By Glenn A. Walsh
Reporting for SpaceWatchtower
The Leonid Meteor Shower officially peaks at high Noon Eastern Standard Time on Sunday (17:00 Coordinated Universal Time), so obviously no one in North America will see meteors at that time. However, due to a Full Moon occurring less than two hours earlier, Leonid meteors will also be difficult to see late Saturday night--early Sunday morning and late Sunday night--early Monday morning.
Meteors from the Leonid Meteor Shower emanate from remnants of Comet Tempel-Tuttle. Leonid Meteor Storms occur once each 33 years (the last one was in 2009), when many meteors are visible. Other years, such as this year, the peak rate of meteors would be about 10 meteors per hour, under ideal conditions. And, with a Full Moon hampering the view, this year will not be ideal.
However, if you wish to try your luck with the Leonids this year, the best time to see any meteor shower is between local Midnight and Dawn, when the Earth is actually rotating into the meteor shower. The Leonids are so named because most meteors appear to radiate from the Constellation Leo the Lion. However, during any meteor shower, meteors can appear in any part of the sky at any time.
Telescopes and binoculars are of little use for finding meteors. Such optical devices restrict the field-of-view, thus that you could easily miss a lot of meteors, and the chance that you could observe a meteor with a telescope or binoculars is not very good. The best way to look for meteors is to lie down on the ground, in an area with an unobstructed view of most of the sky. Then, just keep scanning throughout the sky until you see a meteor.
The Full Moon of November, in the Northern Hemisphere, is generally known as the Beaver Moon. This was the time when Native Americans set-out beaver traps, before creeks and swamps froze-over, to ensure a good supply of warm furs for the coming Winter. Although beavers do not hibernate, by the following month the beavers would be in their lodges for the Winter, difficult for hunters to trap.
This beaver fur was its most usable at this time of year, both waterproof and warm. The furs also provided a special oil, used as a hair protector. The beaver was revered by the Native Americans, spiritually.
While most people consider the Full Moon as the Beaver Moon, the Native Americans actually considered the whole Moon cycle (all four Moon phases) as the Beaver Moon (i.e. the Beaver Month for the 28.5-day lunar cycle).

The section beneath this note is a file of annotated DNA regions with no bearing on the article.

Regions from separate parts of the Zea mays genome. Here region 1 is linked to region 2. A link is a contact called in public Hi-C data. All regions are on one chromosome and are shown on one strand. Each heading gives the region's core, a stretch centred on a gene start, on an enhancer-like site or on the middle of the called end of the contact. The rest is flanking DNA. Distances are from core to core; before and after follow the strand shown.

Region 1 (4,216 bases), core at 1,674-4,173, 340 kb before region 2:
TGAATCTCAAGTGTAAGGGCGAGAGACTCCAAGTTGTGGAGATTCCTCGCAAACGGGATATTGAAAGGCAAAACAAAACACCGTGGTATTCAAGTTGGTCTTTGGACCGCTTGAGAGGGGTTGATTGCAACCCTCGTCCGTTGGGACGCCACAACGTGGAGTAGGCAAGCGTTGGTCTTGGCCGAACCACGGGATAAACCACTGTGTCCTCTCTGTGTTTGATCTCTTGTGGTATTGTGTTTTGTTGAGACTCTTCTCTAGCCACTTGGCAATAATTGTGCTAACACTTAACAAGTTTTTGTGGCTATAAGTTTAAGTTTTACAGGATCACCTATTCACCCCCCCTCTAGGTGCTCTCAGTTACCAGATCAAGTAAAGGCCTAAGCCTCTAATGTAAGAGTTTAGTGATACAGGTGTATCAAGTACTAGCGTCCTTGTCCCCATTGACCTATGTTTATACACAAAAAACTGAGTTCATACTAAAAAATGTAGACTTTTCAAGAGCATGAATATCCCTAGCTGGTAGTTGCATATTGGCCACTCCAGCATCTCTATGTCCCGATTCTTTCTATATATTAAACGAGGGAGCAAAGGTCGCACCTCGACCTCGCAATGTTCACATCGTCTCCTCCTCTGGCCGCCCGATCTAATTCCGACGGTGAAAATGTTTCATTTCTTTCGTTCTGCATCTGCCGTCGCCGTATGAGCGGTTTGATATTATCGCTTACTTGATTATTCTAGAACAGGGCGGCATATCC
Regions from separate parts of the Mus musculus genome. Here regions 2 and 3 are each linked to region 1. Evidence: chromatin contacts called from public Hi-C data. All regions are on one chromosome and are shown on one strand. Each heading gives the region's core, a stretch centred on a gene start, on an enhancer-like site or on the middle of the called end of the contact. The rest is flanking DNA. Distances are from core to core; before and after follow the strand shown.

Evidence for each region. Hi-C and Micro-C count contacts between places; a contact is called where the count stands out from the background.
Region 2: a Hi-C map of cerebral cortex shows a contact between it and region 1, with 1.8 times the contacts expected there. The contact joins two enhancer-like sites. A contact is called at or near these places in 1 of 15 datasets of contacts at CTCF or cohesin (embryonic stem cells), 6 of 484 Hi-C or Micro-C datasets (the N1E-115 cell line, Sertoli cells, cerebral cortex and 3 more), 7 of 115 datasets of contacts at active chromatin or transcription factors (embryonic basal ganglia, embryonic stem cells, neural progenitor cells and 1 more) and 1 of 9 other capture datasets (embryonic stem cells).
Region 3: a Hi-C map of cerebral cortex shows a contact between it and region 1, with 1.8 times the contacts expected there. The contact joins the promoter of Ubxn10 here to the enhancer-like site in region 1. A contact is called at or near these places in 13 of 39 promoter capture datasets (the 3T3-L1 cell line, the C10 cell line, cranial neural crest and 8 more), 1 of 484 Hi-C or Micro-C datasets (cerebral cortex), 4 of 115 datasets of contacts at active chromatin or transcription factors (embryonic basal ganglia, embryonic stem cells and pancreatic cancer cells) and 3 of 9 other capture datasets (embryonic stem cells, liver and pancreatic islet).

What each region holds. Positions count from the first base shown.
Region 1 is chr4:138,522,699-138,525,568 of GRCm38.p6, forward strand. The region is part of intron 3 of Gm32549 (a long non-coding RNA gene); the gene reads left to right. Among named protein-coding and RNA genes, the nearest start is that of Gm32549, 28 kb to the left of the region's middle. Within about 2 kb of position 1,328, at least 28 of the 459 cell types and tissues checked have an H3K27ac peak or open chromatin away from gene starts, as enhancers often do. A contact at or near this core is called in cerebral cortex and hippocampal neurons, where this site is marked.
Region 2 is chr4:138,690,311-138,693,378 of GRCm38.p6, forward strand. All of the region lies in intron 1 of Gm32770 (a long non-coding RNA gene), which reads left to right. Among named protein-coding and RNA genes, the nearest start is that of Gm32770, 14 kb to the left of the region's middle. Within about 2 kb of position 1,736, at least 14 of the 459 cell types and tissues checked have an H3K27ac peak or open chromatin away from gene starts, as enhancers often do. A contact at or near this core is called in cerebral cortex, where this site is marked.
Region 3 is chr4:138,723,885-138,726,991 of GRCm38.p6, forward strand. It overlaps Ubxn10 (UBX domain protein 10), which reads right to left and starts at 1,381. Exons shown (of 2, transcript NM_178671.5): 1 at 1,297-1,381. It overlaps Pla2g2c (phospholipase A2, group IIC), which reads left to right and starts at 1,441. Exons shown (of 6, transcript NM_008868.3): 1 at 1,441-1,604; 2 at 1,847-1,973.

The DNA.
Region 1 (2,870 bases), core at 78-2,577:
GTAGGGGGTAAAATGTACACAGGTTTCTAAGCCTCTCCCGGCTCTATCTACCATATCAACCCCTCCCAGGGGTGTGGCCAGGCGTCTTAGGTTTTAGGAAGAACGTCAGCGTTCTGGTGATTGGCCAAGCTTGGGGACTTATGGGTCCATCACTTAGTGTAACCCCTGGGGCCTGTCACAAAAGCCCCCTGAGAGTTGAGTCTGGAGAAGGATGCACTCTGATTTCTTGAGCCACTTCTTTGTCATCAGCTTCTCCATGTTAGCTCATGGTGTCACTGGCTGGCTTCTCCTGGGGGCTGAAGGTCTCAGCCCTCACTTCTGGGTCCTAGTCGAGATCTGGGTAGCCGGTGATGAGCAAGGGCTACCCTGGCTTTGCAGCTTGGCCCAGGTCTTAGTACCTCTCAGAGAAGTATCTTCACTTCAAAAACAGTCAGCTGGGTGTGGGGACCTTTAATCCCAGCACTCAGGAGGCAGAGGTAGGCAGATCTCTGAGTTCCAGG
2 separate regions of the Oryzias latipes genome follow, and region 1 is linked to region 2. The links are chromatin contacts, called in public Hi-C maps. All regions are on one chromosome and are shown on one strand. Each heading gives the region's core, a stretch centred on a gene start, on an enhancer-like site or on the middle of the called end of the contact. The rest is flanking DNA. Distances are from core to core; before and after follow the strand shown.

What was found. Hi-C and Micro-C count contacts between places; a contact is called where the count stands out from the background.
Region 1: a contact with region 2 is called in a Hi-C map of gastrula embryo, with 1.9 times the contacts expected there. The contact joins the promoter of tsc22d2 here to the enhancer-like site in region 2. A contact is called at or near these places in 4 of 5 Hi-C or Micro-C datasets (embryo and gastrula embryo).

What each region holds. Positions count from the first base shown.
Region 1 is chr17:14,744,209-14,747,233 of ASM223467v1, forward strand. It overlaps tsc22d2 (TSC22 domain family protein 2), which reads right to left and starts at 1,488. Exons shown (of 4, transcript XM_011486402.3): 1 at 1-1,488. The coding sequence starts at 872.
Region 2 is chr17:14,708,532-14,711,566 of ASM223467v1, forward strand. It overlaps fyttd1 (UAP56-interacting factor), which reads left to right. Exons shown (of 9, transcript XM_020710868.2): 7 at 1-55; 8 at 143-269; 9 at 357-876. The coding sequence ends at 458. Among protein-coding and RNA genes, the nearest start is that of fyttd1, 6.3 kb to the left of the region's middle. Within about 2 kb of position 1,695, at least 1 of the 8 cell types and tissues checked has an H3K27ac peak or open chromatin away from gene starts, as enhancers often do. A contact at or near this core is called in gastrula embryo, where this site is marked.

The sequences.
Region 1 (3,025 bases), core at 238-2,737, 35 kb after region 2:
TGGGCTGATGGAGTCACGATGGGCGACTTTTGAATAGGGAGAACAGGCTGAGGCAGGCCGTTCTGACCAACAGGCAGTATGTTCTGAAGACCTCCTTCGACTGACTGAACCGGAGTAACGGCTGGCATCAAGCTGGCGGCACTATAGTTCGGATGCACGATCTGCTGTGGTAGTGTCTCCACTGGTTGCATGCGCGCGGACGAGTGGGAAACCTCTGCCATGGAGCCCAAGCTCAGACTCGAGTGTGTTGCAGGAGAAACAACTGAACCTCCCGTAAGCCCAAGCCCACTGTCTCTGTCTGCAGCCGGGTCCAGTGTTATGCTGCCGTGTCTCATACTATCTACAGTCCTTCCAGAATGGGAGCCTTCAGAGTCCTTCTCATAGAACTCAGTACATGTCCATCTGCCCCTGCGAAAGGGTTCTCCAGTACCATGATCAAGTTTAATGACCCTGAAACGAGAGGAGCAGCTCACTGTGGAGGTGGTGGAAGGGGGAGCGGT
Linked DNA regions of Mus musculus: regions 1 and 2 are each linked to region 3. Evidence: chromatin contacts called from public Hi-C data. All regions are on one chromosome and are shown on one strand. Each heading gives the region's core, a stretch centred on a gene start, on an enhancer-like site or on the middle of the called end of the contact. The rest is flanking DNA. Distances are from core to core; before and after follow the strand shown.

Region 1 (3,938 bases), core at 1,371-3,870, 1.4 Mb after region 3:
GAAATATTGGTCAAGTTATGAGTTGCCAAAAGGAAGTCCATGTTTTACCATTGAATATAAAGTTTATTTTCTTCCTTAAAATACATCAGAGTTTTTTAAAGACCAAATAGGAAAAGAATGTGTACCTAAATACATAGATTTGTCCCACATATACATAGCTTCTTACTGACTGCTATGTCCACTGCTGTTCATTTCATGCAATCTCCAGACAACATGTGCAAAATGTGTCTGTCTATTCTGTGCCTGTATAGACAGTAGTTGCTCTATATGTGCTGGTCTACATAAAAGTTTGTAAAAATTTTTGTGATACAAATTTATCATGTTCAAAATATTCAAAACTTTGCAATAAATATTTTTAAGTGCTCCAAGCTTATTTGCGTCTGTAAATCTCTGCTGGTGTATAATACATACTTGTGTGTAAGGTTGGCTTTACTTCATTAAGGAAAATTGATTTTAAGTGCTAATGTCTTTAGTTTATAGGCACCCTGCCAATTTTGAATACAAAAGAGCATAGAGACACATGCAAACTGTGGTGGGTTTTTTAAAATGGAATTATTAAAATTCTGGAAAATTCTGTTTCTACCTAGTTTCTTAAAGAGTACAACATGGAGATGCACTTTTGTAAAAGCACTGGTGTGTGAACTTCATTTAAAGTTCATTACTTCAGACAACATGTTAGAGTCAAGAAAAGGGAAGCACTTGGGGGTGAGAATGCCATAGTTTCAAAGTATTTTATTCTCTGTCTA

Other researchers believe the Beaver Moon name came from the fact that beavers, themselves, are active building water dams, preparing for Winter.
The Beaver Moon occurs this year on Sunday, 2013 November 17 at 10:16 a.m. EST (15:16 Coordinated Universal Time).
This month's Full Moon sometimes is also referred to as the Frost or Frosty Moon. And, some Indian tribes referred to the November Full Moon as the Deer-Mating Moon or the Fur-Pelts Moon.
For years when the Harvest Moon occurs in October (when the October Full Moon date is closer to the Autumnal Equinox than the September Full Moon date), the November Full Moon is then known as the Hunter's Moon. However, this was not the case in 2013.
In the Southern Hemisphere, the Full Moon of November is known as the Corn Moon, Milk Moon, Flower Moon, and Hare Moon.
More on How to make the most of a low-key Leonid meteor shower:
Link >>> http://www.nbcnews.com/science/how-make-most-low-key-leonid-meteor-shower-2D11603441
More on the Leonid Meteor Shower:
Link >>> http://en.wikipedia.org/wiki/Leonid_meteor_shower
More on Comet Tempel-Tuttle:
Link >>> http://en.wikipedia.org/wiki/55P/Tempel-Tuttle
More on Full Moon names ---
Link 1 >>> http://earthsky.org/astronomy-essentials/full-moon-names
Link 2 >>> http://en.wikipedia.org/wiki/Full_moon#Harvest_and_Hunter.27s_moons
Link 3 >>> http://www.farmersalmanac.com/full-moon-names/
Source: Glenn A. Walsh Reporting for SpaceWatchtower, a project of Friends of the Zeiss.
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